“Jess Harper Returns to Macon”

Jess Harper (1949) and Dooley Johnson (1949) grew up in Macon, Georgia in the 1950s.  During this decade the civil rights movement was gathering momentum, but it would still take a decade or more before a change in consciousness, especially in the South, would coalesce and the culture would begin to change.  This process was helped along by the participation of progressive Southern intellectuals, like the family that produced Dooley Johnson, who offered their support to African American leaders by writing editorials, raising money and pressuring local elected officials.

Dooley and Jess met in grade school and grown up together forming a close friendship which by the time they were teenagers deepened into a romantic relationship.  However, interracial dating was considered taboo, particularly in Macon, Georgia, in the Sixties.

Jess was 18 in 1967, the Summer of Love, and had heard about all the exciting things going on in California, Haight-Ashbury, and elsewhere.  She desired to escape the claustrophobic racism of Georgia and the lure of California was strong. Despite her young love for Dooley she reluctantly began to believe that their relationship was doomed and chose instead to try her luck in San Francisco.  This song is a flashback to the day she left Macon soon after graduating from high school.

Dooley who had been interested in history as a small child, reading about the early settlement of Georgia and forming a critical opinion about the treatment of Native Americans as well as the racial reality of his state.  Dooley remained in Georgia where he pursued a degree in history eventually earning a doctorate and becoming a tenured professor of history at Mercer University in Macon.

Jess spent two years just hanging out in San Francisco until she learned that the University of California-Berkeley had created an African American Studies program.  She realized that this is what she wanted to do with her life and enrolled in 1970.

She kept up on news from Macon through her mother, and when she learned of Dooley’s death in 2007 she made the long trip back to Macon for his funeral.

Jess Harper Returns to Macon
WRITTEN BY: F.D. LEONE

Jess Harper threw some clothes into a suitcase
Took what she could but left a lot behind
She’s been thinking ‘bout leaving Macon
Got an early start ‘fore she changed her mind
She didn’t tell nobody not even her mama
Just got on 80 heading west
She’ll try and call Dooley from Alabama
The first chance that she gets

Her mama said they were asking for trouble
She could love a black boy just as easy as one who’s white
Plenty of Georgia don’t like to see a mixed couple
Jess began to think her mama was right

Jess met Dooley Johnson in first grade
They’ve been best friends ever since
He opened up her mind to new things
Like no other boy ever did
When Dooley was sixteen and had his license
He took Jess to see the Indian mounds
Left there by the great Mississippian people
A thousand years before the white man was around

Many nights Dooley told Jess stories
About the Choctaw and the Creek and their fate
Dooley’s family’s been in Georgia for generations
Jess knows Dooley’ll never leave this state

Jess pulls off the highway at Columbus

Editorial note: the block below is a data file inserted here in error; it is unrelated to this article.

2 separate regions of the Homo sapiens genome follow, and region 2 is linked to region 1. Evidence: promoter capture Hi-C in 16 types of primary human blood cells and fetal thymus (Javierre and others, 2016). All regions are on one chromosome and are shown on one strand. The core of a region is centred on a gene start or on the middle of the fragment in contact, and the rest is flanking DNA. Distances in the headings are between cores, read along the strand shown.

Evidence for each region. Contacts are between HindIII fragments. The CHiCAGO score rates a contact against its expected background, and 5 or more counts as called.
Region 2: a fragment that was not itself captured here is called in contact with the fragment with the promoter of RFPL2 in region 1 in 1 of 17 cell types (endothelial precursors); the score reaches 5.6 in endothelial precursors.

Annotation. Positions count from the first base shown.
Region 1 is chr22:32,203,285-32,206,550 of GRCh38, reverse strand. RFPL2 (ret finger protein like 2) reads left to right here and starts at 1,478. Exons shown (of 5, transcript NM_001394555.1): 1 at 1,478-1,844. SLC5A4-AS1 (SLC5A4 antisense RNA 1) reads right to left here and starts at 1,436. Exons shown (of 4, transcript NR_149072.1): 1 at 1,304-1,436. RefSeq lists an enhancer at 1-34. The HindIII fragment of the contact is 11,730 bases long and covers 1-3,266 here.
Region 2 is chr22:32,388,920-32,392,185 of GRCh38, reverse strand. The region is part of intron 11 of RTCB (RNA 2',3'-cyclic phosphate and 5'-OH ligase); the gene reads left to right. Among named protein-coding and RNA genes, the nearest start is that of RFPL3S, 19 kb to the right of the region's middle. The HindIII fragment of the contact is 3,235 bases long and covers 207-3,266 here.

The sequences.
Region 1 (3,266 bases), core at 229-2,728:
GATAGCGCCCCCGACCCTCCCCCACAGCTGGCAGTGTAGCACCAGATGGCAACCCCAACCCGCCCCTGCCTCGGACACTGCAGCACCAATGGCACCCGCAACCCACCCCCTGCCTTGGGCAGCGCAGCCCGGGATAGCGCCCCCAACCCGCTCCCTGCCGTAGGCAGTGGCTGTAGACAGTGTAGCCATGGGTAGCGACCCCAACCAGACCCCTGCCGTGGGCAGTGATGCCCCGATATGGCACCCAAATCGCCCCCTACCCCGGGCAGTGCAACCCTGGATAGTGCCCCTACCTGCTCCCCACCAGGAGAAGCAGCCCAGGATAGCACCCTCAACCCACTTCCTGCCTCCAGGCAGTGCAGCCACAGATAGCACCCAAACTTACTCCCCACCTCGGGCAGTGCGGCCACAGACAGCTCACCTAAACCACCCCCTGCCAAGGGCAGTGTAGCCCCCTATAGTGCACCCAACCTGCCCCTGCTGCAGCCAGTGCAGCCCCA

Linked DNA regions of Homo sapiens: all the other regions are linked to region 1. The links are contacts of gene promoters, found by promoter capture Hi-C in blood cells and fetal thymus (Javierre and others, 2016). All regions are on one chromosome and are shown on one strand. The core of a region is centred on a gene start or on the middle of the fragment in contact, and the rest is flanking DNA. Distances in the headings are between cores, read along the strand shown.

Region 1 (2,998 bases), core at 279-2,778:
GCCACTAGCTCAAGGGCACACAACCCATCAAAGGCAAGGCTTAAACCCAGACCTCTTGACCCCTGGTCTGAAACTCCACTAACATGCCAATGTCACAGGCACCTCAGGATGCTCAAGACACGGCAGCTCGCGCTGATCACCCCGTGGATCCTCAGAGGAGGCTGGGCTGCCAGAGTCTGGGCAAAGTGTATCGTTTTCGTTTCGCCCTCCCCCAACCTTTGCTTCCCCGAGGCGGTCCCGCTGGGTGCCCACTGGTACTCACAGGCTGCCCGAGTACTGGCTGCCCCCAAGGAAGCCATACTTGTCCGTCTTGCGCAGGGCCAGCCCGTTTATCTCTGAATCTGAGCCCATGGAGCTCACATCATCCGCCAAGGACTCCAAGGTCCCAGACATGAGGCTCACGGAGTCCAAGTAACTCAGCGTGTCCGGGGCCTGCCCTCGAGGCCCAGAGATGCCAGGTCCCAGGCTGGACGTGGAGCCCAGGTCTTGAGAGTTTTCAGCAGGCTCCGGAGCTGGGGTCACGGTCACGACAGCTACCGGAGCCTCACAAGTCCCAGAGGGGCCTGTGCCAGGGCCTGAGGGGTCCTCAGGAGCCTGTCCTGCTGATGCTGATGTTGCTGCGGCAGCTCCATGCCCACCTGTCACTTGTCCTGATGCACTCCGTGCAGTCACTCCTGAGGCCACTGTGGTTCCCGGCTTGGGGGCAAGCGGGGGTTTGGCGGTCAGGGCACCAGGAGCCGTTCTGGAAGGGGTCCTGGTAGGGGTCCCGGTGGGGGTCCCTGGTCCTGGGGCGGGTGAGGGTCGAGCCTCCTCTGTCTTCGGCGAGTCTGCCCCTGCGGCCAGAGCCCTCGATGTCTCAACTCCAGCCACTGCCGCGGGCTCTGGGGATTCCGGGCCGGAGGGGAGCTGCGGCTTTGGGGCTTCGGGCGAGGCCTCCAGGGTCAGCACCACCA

Stands at the river as a warm rain starts to fall
Her destination remains undecided
Dooley never did get that call
Forty years will pass before Jess returns to Macon
From California back to the land of her birth
In his Georgia drawl Jess hears Dooley talking
As they lower his body into the blood-red earth

 

© 2020 Frank David Leone, Jr./Highway 80 Music (ASCAP). The songs and stories on the Highway 80 Stories website are works of fiction. Names, characters, businesses, places, events, locales, and incidents are either the products of the author’s imagination or used in a fictitious manner. Any resemblance to actual persons, living or dead, or actual events is purely coincidental.

“Riding Shotgun in Phenix City”

Josh Tate, Tully Tate’s nephew, the son of his sister Ruth, was born in 1985 in Phenix City, Alabama.  This song is a coming of age story, describing Josh’s first two loves: his girlfriend Sally Anderson and his car, a 1978 Chevelle.

Josh and Sally met in high school and were best friends which developed into their first experience with love.  As soon as he could Josh saved up and bought a 1978 Chevelle, which he worked on and got running.  With his new drivers license in hand he and Sally would go driving on Highway 80 outside of Phenix City.

Until the summer night that changed Josh’s life

Riding Shotgun in Phenix City
WRITTEN BY: F.D. LEONE

Phenix City, Alabama
We were in high school
Talked like we were slick
Walked like we were cool

I got my drivers license
Summer of 2001
Bought a green ’78 Chevelle
You rode shotgun

Didn’t know how brief
Our time would be
That summer was sweet
You rode shotgun with me

We rolled the windows down
Laughin’ in the wind
I’ve never loved anyone
Like I loved you then

Never knew what hit us
80 at Evans Road
A little cross stands at that corner
The Chevelle was sold

Didn’t know how brief
Our time would be
That summer was sweet
You rode shotgun with me
That summer was sweet
You rode shotgun with me

Phenix City, Alabama
We were in high school

© 2020 Frank David Leone, Jr./Highway 80 Music (ASCAP). The songs and stories on the Highway 80 Stories website are works of fiction. Names, characters, businesses, places, events, locales, and incidents are either the products of the author’s imagination or used in a fictitious manner. Any resemblance to actual persons, living or dead, or actual events is purely coincidental.